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Biotin, a water-soluble B vitamin, acts as a co-enzyme during the metabolism of protein, fats and carbohydrates. It is essential for the breakdown of fatty acids and carbohydrates in the diet for conversion into energy, for the manufacture of fats and for excretion of the by-products of protein breakdown.
Biotin is required for the synthesis of pancreatic amylase and niacin. Biotin may also be involved in the synthesis and release of insulin.
Weakness, tiredness, poor appetite, hair loss and depression. Severe deficiency may cause eczema of the face and body and inflammation of the tongue.
Organ meats, oatmeal, egg yolk, soy, mushrooms, bananas, peanuts, and brewer's yeast. Bacteria in the intestine produce significant amounts of biotin, which is probably available for absorption and use by the body.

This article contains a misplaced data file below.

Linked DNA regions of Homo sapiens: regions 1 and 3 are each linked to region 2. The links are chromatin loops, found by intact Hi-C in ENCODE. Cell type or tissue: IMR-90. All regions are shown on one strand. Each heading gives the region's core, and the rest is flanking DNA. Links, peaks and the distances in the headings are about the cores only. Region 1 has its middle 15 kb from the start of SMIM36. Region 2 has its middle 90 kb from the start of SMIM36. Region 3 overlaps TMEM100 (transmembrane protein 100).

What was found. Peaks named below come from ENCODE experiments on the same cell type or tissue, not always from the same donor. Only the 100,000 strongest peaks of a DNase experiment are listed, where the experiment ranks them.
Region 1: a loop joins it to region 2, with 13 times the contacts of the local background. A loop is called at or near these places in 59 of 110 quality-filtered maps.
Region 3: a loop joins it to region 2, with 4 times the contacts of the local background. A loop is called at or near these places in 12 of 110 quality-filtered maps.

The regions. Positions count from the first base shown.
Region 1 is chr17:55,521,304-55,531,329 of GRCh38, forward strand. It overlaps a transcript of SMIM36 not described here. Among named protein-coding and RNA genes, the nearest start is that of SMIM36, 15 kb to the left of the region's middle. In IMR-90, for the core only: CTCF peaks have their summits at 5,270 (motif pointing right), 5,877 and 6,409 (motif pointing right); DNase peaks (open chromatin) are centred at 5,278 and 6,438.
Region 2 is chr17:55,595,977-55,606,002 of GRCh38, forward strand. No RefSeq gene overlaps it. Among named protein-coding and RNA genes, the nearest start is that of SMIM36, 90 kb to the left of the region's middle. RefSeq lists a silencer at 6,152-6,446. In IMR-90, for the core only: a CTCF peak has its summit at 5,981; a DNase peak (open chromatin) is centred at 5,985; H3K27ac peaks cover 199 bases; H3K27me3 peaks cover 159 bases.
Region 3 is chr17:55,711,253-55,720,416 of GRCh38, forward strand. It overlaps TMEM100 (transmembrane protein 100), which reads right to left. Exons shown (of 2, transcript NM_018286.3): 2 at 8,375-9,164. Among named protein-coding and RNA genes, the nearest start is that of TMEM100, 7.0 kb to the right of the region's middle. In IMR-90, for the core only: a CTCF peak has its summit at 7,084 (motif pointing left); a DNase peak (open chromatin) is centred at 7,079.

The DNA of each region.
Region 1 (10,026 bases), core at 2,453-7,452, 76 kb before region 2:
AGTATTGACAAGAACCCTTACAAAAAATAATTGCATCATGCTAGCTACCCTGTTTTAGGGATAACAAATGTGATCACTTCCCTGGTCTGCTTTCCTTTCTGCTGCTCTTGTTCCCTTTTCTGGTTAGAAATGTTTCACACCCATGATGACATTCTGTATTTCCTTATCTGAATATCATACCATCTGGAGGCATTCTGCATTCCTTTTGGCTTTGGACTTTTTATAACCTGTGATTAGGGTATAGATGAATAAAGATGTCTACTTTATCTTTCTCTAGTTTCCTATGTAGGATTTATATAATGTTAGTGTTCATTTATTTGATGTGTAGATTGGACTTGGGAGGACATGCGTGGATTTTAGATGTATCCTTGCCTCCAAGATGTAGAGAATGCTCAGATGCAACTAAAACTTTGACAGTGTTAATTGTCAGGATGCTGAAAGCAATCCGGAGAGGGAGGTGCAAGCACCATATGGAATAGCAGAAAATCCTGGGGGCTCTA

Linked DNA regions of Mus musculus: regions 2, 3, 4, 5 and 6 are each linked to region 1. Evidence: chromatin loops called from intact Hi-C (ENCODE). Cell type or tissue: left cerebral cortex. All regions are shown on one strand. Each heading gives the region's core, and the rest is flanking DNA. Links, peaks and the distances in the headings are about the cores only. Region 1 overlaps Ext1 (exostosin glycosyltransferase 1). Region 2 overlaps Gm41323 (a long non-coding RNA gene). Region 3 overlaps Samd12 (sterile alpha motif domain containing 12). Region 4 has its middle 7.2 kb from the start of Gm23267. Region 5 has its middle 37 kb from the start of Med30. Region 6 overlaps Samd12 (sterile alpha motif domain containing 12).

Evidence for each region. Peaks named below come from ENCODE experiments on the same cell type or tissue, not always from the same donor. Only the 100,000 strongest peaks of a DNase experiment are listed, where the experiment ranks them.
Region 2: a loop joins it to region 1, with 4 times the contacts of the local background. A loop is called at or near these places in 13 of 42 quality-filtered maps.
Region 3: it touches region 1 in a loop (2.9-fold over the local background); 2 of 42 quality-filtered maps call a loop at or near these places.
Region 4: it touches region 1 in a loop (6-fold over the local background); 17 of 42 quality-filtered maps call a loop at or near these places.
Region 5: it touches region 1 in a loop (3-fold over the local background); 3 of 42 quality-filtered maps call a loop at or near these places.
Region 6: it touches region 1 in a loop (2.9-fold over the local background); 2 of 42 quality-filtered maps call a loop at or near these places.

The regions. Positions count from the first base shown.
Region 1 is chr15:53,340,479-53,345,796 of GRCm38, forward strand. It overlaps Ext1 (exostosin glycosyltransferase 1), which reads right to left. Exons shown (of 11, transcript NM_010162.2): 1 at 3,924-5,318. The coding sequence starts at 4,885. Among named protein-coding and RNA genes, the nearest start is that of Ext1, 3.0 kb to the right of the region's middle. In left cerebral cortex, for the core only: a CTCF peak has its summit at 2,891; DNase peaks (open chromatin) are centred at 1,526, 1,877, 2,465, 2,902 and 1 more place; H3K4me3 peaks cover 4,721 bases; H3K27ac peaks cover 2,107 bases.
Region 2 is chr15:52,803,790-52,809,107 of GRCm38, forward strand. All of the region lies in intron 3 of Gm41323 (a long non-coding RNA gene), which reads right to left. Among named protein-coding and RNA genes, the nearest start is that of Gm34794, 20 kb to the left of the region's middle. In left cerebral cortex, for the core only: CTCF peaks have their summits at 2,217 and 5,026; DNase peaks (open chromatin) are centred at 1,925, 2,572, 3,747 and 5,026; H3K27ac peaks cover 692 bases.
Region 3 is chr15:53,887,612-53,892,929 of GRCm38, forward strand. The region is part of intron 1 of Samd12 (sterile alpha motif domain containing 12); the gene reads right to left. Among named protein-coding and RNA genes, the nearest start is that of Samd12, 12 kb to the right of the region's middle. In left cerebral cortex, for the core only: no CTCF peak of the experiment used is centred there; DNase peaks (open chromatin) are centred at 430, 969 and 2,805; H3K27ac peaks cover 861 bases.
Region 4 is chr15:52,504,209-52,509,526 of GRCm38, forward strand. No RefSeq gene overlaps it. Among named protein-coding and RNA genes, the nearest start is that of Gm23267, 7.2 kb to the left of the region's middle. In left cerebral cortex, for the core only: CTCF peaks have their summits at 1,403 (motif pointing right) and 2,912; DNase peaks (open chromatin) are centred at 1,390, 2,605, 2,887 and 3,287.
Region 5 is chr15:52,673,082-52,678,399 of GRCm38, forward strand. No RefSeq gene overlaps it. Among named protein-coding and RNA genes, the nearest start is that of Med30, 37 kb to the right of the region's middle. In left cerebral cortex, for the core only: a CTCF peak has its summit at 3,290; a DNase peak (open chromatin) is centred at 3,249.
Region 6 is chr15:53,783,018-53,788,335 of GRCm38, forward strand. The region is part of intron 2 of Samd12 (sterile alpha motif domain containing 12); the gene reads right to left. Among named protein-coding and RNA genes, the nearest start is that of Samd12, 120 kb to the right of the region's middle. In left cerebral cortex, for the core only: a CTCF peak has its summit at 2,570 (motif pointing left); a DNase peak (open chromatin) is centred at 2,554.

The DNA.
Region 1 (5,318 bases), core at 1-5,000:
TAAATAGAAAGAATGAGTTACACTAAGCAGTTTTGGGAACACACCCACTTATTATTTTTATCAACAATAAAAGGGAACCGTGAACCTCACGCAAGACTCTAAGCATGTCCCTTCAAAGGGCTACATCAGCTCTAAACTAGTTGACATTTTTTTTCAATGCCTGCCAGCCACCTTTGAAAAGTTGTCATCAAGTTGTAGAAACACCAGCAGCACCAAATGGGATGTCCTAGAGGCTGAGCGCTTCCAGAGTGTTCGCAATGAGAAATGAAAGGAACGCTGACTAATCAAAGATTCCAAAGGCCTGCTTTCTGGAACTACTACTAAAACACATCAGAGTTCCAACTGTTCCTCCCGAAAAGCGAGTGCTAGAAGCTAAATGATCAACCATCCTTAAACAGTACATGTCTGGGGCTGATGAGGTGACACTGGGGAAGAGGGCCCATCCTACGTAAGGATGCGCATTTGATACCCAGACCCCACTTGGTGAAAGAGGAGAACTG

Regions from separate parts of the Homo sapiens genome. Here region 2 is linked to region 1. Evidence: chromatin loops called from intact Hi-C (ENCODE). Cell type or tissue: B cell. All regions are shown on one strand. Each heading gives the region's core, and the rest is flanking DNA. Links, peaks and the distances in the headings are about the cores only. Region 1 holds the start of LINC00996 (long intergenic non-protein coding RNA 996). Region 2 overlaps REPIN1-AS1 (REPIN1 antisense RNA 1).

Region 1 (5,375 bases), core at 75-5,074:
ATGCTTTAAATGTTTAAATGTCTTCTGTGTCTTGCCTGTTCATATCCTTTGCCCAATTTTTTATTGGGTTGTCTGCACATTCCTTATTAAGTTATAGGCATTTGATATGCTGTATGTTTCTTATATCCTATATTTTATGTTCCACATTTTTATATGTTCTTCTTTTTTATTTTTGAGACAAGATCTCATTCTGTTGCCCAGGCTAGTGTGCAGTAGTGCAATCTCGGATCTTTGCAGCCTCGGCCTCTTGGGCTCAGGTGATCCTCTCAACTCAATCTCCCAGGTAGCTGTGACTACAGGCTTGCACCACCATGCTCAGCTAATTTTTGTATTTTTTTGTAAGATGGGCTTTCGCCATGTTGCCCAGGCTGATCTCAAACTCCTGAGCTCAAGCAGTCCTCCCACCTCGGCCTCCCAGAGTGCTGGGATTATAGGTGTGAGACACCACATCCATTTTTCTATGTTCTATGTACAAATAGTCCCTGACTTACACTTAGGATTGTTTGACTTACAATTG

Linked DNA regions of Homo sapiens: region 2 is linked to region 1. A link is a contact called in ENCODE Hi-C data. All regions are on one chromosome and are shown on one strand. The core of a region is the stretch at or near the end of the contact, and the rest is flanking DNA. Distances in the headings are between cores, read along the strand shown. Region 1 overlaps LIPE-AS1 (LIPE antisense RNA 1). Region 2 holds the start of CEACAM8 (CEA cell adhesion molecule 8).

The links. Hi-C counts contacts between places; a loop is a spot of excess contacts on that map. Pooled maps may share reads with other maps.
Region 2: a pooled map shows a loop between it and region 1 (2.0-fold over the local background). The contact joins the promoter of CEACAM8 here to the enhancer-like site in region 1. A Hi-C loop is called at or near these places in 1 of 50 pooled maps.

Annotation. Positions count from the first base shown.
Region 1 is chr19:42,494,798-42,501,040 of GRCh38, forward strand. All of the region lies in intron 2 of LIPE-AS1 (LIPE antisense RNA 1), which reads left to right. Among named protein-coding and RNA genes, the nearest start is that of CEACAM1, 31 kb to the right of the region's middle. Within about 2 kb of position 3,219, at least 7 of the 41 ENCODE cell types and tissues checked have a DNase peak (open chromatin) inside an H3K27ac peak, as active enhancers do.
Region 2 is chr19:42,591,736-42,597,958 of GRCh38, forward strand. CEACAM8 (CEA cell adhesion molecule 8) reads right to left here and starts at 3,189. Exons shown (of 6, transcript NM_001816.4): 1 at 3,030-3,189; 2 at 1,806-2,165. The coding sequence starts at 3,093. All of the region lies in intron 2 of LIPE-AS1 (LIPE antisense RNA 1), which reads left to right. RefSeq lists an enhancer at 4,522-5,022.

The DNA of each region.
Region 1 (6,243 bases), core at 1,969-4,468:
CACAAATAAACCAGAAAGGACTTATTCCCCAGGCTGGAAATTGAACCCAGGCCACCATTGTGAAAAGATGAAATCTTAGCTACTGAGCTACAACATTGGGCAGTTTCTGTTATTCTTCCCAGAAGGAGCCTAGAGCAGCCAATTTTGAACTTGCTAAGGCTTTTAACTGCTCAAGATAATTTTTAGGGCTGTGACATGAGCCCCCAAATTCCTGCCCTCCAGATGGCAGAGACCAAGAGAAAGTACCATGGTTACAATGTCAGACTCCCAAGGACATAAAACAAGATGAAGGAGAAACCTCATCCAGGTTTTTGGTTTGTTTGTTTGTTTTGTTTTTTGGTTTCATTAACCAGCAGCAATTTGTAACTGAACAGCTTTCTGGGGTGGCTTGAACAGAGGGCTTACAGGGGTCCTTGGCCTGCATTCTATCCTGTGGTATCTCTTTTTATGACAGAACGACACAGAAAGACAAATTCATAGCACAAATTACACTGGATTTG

GRAS- Generally recognized as safe. No adverse reactions, side effects or overdose symptoms expected when taken within the recommended amounts.
No adverse effects have been reported as a result of taking biotin supplements during pregnancy or lactation.
As a water-soluble vitamin, excess intake of biotin is excreted in the urine; no toxicity symptoms have been reported.
Long-term antibiotic use can interfere with biotin production in the intestine and increase the risk of deficiency symptoms. Long-term use of anti-seizure medications may also lead to biotin deficiency.
The information provided on this site is for educational purposes only. Neither the information provided nor products supplied or offered should be construed to be in any way substitutes for medical attention or prescribed medication. Consult with your healthcare professional before taking any supplements or herbal remedies if you are suffering from an undiagnosed illness or if you are on prescribed medication.